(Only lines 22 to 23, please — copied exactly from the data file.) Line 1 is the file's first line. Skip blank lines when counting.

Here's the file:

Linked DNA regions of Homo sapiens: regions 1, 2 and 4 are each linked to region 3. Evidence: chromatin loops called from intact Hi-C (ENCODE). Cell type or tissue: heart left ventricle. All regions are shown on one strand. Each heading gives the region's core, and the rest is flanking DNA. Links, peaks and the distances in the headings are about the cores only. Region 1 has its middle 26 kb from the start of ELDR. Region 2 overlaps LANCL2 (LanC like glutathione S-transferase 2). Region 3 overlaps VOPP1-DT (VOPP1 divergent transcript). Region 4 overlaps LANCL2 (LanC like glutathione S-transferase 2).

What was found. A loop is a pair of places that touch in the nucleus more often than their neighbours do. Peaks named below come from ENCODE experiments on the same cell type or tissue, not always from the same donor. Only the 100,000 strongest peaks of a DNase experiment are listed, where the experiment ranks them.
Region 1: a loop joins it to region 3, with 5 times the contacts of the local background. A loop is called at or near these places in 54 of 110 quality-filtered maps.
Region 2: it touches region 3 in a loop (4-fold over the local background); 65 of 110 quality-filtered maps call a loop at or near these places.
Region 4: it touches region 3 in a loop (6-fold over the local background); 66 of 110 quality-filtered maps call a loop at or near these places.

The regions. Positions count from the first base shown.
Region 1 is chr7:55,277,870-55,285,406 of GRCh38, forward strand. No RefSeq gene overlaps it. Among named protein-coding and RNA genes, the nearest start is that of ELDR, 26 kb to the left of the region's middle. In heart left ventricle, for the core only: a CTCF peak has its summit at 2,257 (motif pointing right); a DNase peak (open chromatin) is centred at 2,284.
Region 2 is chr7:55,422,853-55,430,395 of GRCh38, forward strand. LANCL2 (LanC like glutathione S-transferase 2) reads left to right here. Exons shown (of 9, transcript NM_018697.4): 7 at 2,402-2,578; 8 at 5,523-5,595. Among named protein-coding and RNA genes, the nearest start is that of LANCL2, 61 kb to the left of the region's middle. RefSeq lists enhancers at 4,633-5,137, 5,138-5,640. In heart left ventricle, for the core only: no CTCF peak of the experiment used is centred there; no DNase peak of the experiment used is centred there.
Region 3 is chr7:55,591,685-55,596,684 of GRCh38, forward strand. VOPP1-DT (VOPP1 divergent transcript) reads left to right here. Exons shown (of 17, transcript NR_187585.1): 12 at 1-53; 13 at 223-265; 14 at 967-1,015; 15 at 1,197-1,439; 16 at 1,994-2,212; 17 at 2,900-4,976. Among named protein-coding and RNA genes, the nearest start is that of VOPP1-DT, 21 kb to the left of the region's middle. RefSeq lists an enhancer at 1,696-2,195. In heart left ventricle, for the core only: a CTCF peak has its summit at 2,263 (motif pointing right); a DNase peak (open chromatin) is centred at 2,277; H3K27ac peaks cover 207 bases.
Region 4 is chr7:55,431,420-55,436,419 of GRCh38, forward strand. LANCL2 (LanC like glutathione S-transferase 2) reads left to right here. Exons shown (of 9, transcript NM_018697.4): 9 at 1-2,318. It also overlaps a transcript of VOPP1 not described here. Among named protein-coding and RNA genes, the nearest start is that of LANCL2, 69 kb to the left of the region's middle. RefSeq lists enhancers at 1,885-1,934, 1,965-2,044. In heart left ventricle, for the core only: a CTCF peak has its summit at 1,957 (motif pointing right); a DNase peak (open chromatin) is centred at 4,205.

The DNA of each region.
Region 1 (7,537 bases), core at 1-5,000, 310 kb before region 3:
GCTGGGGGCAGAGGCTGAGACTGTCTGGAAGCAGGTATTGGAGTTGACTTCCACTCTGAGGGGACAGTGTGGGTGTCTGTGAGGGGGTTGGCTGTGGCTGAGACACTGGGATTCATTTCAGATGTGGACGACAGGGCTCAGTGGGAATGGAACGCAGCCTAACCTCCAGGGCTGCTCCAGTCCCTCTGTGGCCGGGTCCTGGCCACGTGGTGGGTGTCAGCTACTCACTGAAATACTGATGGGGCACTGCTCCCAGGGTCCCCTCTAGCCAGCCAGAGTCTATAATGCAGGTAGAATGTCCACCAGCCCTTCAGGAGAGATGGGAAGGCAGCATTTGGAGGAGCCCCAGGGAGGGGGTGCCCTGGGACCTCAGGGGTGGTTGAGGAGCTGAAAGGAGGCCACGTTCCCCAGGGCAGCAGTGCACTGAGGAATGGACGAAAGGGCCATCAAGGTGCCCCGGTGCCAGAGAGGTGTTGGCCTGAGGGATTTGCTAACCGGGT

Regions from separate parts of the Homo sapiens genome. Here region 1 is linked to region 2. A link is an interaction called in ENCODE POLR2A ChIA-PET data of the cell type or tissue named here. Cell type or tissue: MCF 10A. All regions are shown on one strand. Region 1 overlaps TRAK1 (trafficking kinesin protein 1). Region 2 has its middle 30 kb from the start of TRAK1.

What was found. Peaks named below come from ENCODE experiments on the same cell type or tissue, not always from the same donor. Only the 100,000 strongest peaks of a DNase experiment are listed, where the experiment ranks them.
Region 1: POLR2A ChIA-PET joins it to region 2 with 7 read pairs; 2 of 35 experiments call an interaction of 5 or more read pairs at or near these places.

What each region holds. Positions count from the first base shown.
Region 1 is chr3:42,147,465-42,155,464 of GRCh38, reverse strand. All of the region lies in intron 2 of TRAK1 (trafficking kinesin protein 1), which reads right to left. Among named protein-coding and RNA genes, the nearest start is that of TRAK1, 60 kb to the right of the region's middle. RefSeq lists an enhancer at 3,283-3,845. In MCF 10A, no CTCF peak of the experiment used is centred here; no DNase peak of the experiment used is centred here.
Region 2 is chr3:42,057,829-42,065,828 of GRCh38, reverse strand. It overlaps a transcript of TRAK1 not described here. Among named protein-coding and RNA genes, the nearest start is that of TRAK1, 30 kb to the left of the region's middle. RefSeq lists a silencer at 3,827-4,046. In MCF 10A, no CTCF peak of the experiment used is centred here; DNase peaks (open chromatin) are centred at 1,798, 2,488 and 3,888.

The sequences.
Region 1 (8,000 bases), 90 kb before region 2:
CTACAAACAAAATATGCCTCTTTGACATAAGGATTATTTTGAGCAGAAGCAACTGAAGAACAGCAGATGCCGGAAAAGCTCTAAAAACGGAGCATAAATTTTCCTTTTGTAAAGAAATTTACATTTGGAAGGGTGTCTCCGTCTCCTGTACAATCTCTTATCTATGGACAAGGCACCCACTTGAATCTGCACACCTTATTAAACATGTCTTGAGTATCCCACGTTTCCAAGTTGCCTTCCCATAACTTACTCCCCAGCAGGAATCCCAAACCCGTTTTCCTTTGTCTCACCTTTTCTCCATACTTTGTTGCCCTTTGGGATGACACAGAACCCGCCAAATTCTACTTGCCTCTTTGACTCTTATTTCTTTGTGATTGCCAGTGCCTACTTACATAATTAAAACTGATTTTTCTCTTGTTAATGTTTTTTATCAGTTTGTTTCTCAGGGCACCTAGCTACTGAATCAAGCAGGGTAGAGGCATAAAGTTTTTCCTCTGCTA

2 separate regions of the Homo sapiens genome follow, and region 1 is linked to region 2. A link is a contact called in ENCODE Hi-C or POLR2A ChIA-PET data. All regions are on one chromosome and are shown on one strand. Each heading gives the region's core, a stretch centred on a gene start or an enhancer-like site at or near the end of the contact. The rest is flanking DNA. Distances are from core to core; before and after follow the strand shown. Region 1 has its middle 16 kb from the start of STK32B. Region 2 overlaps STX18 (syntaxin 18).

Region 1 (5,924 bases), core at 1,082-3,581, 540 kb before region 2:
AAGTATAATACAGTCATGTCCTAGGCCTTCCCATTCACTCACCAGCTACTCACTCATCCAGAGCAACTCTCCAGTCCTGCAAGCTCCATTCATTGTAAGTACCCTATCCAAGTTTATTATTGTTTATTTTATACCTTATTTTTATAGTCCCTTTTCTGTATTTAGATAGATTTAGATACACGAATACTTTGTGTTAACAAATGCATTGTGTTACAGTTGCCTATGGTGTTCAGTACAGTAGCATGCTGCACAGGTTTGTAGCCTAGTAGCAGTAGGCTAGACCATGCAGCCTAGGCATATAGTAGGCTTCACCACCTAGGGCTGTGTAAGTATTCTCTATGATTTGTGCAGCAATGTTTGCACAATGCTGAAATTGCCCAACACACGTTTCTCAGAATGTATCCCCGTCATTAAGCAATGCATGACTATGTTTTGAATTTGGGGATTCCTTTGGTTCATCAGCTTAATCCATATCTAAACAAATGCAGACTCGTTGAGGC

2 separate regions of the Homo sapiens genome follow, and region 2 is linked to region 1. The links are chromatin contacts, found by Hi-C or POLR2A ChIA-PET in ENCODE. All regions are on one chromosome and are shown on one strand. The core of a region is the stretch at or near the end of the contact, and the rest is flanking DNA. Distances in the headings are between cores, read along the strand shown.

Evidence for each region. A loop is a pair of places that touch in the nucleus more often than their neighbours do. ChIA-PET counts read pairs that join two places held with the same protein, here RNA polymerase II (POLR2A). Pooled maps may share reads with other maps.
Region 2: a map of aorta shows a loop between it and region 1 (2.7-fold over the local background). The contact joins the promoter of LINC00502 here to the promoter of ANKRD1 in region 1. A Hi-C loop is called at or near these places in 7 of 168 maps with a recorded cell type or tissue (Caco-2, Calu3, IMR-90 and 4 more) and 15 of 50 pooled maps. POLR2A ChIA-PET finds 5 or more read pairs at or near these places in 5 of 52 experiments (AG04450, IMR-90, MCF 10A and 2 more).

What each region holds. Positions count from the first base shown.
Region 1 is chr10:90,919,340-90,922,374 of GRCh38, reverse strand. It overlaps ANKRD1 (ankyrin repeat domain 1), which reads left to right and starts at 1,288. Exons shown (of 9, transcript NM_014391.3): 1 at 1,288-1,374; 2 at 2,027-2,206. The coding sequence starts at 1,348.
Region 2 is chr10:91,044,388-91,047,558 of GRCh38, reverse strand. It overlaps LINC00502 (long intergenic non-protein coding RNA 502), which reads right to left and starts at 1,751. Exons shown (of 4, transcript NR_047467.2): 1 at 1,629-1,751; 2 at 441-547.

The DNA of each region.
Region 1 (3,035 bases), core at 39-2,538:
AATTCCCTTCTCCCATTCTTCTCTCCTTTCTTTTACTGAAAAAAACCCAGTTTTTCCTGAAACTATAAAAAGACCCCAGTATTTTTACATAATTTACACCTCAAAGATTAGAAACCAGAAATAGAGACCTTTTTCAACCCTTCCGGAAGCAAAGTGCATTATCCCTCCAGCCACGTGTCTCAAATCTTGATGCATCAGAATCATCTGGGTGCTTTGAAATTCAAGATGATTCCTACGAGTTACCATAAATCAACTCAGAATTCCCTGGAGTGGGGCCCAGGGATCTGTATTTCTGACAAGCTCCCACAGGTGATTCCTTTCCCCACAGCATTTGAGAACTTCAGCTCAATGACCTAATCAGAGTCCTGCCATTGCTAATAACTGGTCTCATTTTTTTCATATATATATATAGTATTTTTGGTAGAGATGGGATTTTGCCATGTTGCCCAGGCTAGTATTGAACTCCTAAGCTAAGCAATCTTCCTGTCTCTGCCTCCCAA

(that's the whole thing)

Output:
CTACAAACAAAATATGCCTCTTTGACATAAGGATTATTTTGAGCAGAAGCAACTGAAGAACAGCAGATGCCGGAAAAGCTCTAAAAACGGAGCATAAATTTTCCTTTTGTAAAGAAATTTACATTTGGAAGGGTGTCTCCGTCTCCTGTACAATCTCTTATCTATGGACAAGGCACCCACTTGAATCTGCACACCTTATTAAACATGTCTTGAGTATCCCACGTTTCCAAGTTGCCTTCCCATAACTTACTCCCCAGCAGGAATCCCAAACCCGTTTTCCTTTGTCTCACCTTTTCTCCATACTTTGTTGCCCTTTGGGATGACACAGAACCCGCCAAATTCTACTTGCCTCTTTGACTCTTATTTCTTTGTGATTGCCAGTGCCTACTTACATAATTAAAACTGATTTTTCTCTTGTTAATGTTTTTTATCAGTTTGTTTCTCAGGGCACCTAGCTACTGAATCAAGCAGGGTAGAGGCATAAAGTTTTTCCTCTGCTA

2 separate regions of the Homo sapiens genome follow, and region 1 is linked to region 2. A link is a contact called in ENCODE Hi-C or POLR2A ChIA-PET data. All regions are on one chromosome and are shown on one strand. Each heading gives the region's core, a stretch centred on a gene start or an enhancer-like site at or near the end of the contact. The rest is flanking DNA. Distances are from core to core; before and after follow the strand shown. Region 1 has its middle 16 kb from the start of STK32B. Region 2 overlaps STX18 (syntaxin 18).